After an unfortunate set of circumstances struck the Northern Kentucky University men’s basketball team, head coach Darrin Horn gave his players the opportunity to go home for Christmas.
On Tuesday, Dec. 22, the Norse announced that due to “COVID-related matters within NKU’s Tier 1 personnel,” NKU was pausing all basketball activities and canceling games on Dec. 26 and 27. Since the Norse couldn’t practice anyway, Horn told the players they could quarantine at home.
Only one player did.
“That showed their concern of wanting to do the right thing and not put themselves, their family members or their teammates at risk,” Horn said.
Six weeks into the basketball season, Horn said he’s still learning how to deal with NKU’s scattershot schedule that has been impacted by coronavirus-related cancelations.
Over the last four weeks, the Norse played back-to-back games on Dec. 19 and 20, took a two-week layoff and then returned to play back-to-back games on Jan. 1 and 2.
Horn has already tweaked his game-week preparation multiple times this season, since the Horizon League is having teams play back-to-back games on the weekend to reduce travel.
It’s a schedule Horn said he’s never dealt with at any level of basketball.
The strangest stretch of the Norse’s season began on Dec. 22 when NKU postponed all team activities because of coronavirus-related matters. The Norse’s strength coach gave the team some exercises they could do on their own, but there was nothing Horn could do except stay in touch virtually with his players.
“If you’re not practicing and physically together, it gets really tough,” Horn said. “This isn’t a situation where you just can’t practice. When your team shuts down and has to quarantine because of contract tracing, you’re shut down. It impacts everybody.”
After about a week off, the Norse could finally return to the practice court. But that adjustment was just as difficult. Beginning with the first practice on Monday night, Horn had four days to prepare the Norse for two games the following weekend against Purdue Fort Wayne.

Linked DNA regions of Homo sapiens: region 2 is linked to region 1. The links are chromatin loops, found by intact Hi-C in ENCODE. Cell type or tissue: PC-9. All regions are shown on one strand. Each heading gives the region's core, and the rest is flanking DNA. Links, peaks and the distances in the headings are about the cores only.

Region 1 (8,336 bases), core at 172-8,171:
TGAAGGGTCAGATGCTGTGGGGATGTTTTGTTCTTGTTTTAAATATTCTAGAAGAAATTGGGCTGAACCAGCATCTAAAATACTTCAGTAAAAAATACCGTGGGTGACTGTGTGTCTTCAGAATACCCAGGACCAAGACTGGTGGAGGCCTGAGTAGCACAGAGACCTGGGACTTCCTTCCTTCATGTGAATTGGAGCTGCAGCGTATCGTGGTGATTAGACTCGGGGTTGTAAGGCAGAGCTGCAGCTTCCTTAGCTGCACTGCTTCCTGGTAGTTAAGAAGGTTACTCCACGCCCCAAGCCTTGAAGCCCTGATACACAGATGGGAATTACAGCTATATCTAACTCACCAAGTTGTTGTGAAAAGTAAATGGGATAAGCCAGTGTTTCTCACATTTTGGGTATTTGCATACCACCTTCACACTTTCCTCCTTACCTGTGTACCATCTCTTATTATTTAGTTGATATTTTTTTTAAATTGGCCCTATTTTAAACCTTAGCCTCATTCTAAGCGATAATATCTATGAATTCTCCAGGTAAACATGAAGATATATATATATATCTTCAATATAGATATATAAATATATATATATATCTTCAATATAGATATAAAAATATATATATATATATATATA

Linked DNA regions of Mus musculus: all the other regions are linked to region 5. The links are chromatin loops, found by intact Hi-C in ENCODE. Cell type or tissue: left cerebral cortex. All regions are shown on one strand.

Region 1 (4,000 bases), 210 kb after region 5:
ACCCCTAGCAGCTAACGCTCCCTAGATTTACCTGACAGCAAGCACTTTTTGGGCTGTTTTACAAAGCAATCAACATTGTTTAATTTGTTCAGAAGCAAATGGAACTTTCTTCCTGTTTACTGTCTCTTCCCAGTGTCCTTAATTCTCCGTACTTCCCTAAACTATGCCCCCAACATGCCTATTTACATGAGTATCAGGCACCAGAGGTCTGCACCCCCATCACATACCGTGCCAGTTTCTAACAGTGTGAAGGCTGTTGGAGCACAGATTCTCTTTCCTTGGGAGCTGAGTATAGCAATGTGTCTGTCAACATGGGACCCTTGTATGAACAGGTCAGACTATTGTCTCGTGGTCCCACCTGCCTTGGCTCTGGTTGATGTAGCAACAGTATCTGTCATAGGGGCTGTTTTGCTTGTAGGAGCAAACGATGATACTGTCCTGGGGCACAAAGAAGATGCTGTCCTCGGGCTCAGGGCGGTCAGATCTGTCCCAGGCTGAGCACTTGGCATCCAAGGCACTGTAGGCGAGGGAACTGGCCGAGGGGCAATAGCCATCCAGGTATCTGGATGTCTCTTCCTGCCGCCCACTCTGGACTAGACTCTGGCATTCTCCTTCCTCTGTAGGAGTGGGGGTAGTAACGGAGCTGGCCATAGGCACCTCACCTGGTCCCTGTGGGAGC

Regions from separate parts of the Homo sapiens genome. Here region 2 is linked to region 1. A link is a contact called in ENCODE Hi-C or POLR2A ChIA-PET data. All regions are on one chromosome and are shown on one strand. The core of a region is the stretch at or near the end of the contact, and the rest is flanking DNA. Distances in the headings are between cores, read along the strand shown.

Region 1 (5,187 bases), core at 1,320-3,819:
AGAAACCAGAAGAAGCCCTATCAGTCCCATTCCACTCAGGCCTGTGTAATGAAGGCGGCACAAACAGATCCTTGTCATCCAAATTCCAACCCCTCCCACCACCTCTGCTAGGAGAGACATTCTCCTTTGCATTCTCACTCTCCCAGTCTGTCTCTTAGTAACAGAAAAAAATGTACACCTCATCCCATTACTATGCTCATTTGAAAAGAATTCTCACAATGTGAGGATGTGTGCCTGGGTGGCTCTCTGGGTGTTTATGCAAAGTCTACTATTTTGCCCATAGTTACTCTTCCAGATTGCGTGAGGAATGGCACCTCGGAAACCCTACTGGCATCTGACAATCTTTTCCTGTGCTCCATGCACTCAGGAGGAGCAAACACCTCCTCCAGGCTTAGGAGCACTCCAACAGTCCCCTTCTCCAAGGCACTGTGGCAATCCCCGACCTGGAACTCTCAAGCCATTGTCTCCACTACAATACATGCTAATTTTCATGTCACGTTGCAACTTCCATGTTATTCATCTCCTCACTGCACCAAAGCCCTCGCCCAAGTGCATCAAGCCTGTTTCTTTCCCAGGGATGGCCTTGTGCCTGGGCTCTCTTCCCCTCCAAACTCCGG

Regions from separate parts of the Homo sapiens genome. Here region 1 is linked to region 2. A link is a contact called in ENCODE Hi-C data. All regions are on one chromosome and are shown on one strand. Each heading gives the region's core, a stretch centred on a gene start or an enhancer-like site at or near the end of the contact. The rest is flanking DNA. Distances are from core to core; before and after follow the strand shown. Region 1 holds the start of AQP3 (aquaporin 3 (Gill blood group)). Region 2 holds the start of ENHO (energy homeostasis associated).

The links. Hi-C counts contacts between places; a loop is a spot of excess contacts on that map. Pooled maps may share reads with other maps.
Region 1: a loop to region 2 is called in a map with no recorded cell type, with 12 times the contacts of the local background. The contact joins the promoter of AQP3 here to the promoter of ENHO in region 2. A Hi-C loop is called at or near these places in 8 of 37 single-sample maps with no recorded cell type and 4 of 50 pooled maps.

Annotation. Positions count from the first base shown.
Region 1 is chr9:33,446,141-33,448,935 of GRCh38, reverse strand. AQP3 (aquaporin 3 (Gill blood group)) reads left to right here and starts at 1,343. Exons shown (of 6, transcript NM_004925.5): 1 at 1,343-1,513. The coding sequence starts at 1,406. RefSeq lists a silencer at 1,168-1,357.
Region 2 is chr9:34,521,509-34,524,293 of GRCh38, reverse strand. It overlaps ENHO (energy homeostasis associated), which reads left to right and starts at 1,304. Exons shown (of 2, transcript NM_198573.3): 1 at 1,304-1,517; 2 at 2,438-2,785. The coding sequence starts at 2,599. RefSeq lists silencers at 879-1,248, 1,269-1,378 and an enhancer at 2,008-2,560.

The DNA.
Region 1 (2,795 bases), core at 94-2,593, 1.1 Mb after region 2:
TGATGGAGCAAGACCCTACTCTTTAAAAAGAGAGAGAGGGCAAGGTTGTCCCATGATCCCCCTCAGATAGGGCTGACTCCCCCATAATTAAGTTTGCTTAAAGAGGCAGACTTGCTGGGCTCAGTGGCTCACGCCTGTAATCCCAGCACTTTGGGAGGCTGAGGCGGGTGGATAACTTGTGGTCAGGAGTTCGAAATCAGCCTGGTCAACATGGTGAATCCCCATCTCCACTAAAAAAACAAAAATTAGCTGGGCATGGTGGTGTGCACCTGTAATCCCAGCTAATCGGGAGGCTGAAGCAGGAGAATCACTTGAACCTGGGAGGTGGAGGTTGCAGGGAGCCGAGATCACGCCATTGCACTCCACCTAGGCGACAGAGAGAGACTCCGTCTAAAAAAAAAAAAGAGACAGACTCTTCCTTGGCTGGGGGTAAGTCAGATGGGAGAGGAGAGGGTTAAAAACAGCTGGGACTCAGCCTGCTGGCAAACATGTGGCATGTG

On Monday night, Horn had the players spend the entire practice getting shots up and their legs back under them. The Norse had a light practice on Tuesday and ramped up the energy on Wednesday.
NKU only had two full practices before playing back-to-back games on Friday and Saturday.
“The thing that’s challenging about this is it’s not just time off, there’s not a lot of time to get ready for the next game,” Horn said. “We had been off eight days, so you can’t come back full go the day you come back because they’ve been off for eight days.”
When the Norse took the court for their first game back on Friday, Horn admitted the Norse looked sluggish. NKU committed five turnovers in the first five minutes, and Purdue Fort Wayne took an early 15-4 lead.
Then Horn made a risky adjustment for a team still ramping up from an extended break –– he called for a more aggressive defense. The Norse forced 23 turnovers. NKU beat Purdue Fort Wayne 75-68 on Friday and again on Saturday, 70-68.
“We only really had two real practices before playing, and that’s as much of a challenge as anything else,” Horn said. “Not only are you not working with them, you have to consider that they haven’t been working and playing coming out of the break. But we took care of the ball a little bit better in the second half, and defensively we were really aggressive, really good in the second half.”
Horn said he plans to change the team’s game-week schedule again this week before two games at Cleveland State on Friday and Saturday. The Vikings (6-3) are undefeated in Horizon League play this season and lost by just 6 points at Ohio State in December.
Heading into the weekend, Horn said the Norse have nearly fully re-acclimated after the layoff.
“Everything is so new, so different and there’s so many variables right now,” Horn said. “I like where we are. But with more back-to-back games this weekend, you never really know.”